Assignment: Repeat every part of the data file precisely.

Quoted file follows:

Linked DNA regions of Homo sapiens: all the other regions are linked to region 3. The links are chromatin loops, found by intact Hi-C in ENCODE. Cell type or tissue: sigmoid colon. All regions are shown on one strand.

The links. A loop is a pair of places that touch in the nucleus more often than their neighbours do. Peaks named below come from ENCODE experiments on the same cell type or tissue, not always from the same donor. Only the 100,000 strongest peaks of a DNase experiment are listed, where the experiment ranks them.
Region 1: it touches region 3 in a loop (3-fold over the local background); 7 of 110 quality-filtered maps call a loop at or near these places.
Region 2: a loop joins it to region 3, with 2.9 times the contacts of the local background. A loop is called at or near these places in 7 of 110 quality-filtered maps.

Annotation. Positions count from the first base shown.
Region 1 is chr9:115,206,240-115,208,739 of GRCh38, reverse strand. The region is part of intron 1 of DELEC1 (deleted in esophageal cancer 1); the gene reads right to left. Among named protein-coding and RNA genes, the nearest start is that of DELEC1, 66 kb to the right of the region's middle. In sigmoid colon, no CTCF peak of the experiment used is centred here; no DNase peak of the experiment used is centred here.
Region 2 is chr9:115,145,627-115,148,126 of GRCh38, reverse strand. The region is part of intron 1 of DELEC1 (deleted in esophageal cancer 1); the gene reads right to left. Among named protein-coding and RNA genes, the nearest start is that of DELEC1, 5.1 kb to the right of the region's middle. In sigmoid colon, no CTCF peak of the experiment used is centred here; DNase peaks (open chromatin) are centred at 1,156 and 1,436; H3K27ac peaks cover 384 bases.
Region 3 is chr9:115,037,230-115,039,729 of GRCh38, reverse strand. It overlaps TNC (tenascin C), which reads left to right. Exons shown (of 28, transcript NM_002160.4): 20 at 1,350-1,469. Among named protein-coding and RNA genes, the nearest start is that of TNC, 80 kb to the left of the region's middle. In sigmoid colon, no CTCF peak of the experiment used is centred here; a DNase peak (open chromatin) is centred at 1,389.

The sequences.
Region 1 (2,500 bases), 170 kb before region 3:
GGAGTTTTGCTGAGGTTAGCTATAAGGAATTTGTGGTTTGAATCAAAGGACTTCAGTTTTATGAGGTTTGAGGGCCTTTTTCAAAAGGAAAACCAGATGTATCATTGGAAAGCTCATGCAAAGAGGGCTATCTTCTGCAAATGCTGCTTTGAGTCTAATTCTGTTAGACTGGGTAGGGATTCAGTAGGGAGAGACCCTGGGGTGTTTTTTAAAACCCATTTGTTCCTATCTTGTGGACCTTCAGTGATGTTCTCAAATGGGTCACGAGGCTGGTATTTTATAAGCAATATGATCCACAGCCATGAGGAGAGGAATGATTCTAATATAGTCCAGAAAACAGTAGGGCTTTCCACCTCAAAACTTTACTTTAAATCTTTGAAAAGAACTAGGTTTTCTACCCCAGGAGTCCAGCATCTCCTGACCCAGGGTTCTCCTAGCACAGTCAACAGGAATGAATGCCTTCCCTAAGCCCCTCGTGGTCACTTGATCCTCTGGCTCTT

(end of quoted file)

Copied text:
Linked DNA regions of Homo sapiens: all the other regions are linked to region 3. The links are chromatin loops, found by intact Hi-C in ENCODE. Cell type or tissue: sigmoid colon. All regions are shown on one strand.

The links. A loop is a pair of places that touch in the nucleus more often than their neighbours do. Peaks named below come from ENCODE experiments on the same cell type or tissue, not always from the same donor. Only the 100,000 strongest peaks of a DNase experiment are listed, where the experiment ranks them.
Region 1: it touches region 3 in a loop (3-fold over the local background); 7 of 110 quality-filtered maps call a loop at or near these places.
Region 2: a loop joins it to region 3, with 2.9 times the contacts of the local background. A loop is called at or near these places in 7 of 110 quality-filtered maps.

Annotation. Positions count from the first base shown.
Region 1 is chr9:115,206,240-115,208,739 of GRCh38, reverse strand. The region is part of intron 1 of DELEC1 (deleted in esophageal cancer 1); the gene reads right to left. Among named protein-coding and RNA genes, the nearest start is that of DELEC1, 66 kb to the right of the region's middle. In sigmoid colon, no CTCF peak of the experiment used is centred here; no DNase peak of the experiment used is centred here.
Region 2 is chr9:115,145,627-115,148,126 of GRCh38, reverse strand. The region is part of intron 1 of DELEC1 (deleted in esophageal cancer 1); the gene reads right to left. Among named protein-coding and RNA genes, the nearest start is that of DELEC1, 5.1 kb to the right of the region's middle. In sigmoid colon, no CTCF peak of the experiment used is centred here; DNase peaks (open chromatin) are centred at 1,156 and 1,436; H3K27ac peaks cover 384 bases.
Region 3 is chr9:115,037,230-115,039,729 of GRCh38, reverse strand. It overlaps TNC (tenascin C), which reads left to right. Exons shown (of 28, transcript NM_002160.4): 20 at 1,350-1,469. Among named protein-coding and RNA genes, the nearest start is that of TNC, 80 kb to the left of the region's middle. In sigmoid colon, no CTCF peak of the experiment used is centred here; a DNase peak (open chromatin) is centred at 1,389.

The sequences.
Region 1 (2,500 bases), 170 kb before region 3:
GGAGTTTTGCTGAGGTTAGCTATAAGGAATTTGTGGTTTGAATCAAAGGACTTCAGTTTTATGAGGTTTGAGGGCCTTTTTCAAAAGGAAAACCAGATGTATCATTGGAAAGCTCATGCAAAGAGGGCTATCTTCTGCAAATGCTGCTTTGAGTCTAATTCTGTTAGACTGGGTAGGGATTCAGTAGGGAGAGACCCTGGGGTGTTTTTTAAAACCCATTTGTTCCTATCTTGTGGACCTTCAGTGATGTTCTCAAATGGGTCACGAGGCTGGTATTTTATAAGCAATATGATCCACAGCCATGAGGAGAGGAATGATTCTAATATAGTCCAGAAAACAGTAGGGCTTTCCACCTCAAAACTTTACTTTAAATCTTTGAAAAGAACTAGGTTTTCTACCCCAGGAGTCCAGCATCTCCTGACCCAGGGTTCTCCTAGCACAGTCAACAGGAATGAATGCCTTCCCTAAGCCCCTCGTGGTCACTTGATCCTCTGGCTCTT